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Focus shifted to Phase 2b ixCELL-DCM clinical study and the development of ixmyelocel-T for dilated cardiomyopathy, an orphan drug indication.
Company to stop enrollment and end Phase 3 REVIVE CLI study following strategic program review.
Corporate restructuring will significantly reduce operating expenses and capital requirements.
ANN ARBOR, Mich., March 27, 2013 (GLOBE NEWSWIRE) -- Aastrom Biosciences, Inc. (Nasdaq:ASTM), the leading developer of patient-specific expanded multicellular therapies for the treatment of severe chronic cardiovascular diseases, today announced a strategic change in its research and development programs to focus on the clinical development of its lead product, ixmyelocel-T, for the treatment of dilated cardiomyopathy (DCM). Aastrom, which recently initiated the Phase 2b ixCELL-DCM clinical trial, previously received a U.S. orphan drug designation for the use of ixmyelocel-T in the treatment of DCM. As a result of the strategic change, Aastrom will stop enrollment and end the Phase 3 REVIVE clinical trial in patients with critical limb ischemia (CLI). In addition, the company is executing a corporate restructuring that will reduce staff and operating expenses by approximately 50 percent.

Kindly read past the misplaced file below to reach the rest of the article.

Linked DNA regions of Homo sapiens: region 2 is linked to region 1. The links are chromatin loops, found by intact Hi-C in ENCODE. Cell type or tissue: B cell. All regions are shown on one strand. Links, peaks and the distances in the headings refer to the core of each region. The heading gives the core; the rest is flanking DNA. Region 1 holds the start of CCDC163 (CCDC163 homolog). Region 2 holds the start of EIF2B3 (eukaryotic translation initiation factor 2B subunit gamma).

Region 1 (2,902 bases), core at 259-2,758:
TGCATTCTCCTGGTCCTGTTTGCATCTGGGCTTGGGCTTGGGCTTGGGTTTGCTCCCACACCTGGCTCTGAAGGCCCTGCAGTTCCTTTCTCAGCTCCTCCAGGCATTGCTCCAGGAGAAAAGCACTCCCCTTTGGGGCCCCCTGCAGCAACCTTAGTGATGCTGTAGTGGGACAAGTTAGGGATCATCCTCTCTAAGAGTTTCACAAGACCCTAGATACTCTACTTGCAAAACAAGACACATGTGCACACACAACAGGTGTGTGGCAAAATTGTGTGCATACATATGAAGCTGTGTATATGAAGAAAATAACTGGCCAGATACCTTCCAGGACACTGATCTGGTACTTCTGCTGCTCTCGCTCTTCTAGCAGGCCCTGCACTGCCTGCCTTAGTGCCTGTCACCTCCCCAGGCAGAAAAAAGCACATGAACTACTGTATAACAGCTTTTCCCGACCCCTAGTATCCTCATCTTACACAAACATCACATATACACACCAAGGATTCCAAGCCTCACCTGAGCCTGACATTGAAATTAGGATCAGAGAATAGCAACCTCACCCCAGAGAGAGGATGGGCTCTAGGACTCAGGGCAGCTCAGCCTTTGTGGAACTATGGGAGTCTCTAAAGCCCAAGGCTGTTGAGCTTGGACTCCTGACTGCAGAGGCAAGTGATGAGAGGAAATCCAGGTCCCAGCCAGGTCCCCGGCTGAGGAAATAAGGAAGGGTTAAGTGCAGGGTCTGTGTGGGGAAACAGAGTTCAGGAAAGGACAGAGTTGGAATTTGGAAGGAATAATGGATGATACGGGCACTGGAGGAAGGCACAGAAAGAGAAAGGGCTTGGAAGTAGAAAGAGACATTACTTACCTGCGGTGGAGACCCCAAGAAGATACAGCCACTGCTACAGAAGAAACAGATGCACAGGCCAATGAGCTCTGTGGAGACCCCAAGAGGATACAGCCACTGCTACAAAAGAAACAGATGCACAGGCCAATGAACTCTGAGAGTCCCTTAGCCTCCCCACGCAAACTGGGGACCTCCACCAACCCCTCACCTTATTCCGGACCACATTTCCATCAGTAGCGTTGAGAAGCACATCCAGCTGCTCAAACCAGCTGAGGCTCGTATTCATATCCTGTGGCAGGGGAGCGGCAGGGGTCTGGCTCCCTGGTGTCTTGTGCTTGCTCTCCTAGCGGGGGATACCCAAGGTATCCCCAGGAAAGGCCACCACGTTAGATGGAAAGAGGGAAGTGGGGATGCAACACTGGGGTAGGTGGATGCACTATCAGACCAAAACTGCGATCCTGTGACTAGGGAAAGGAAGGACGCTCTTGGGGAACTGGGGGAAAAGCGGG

Nick Colangelo, president and chief executive officer of Aastrom, stated: "We completed our strategic review of the CLI program, including an evaluation of the challenges in enrolling patients in the REVIVE study and a recent determination that the CLI program would not be supported by a partner in a timeframe that would impact the pace of enrollment of the study. Based on this review, we have decided that the best path to commercialization of ixmyelocel-T is to focus aggressively on the DCM program. We will begin treating patients in the Phase 2b ixCELL-DCM clinical study within the next few weeks. In our earlier Phase 2a DCM clinical trials, ixmyelocel-T was well-tolerated and efficacy observations were consistent with improved function of impaired myocardium in patients with DCM. In addition, preclinical results demonstrated that ixmyelocel-T was protective of ischemic heart tissue in a murine model of heart failure. These findings strongly support the decision to focus our resources on the development of ixmyelocel-T for the DCM orphan indication."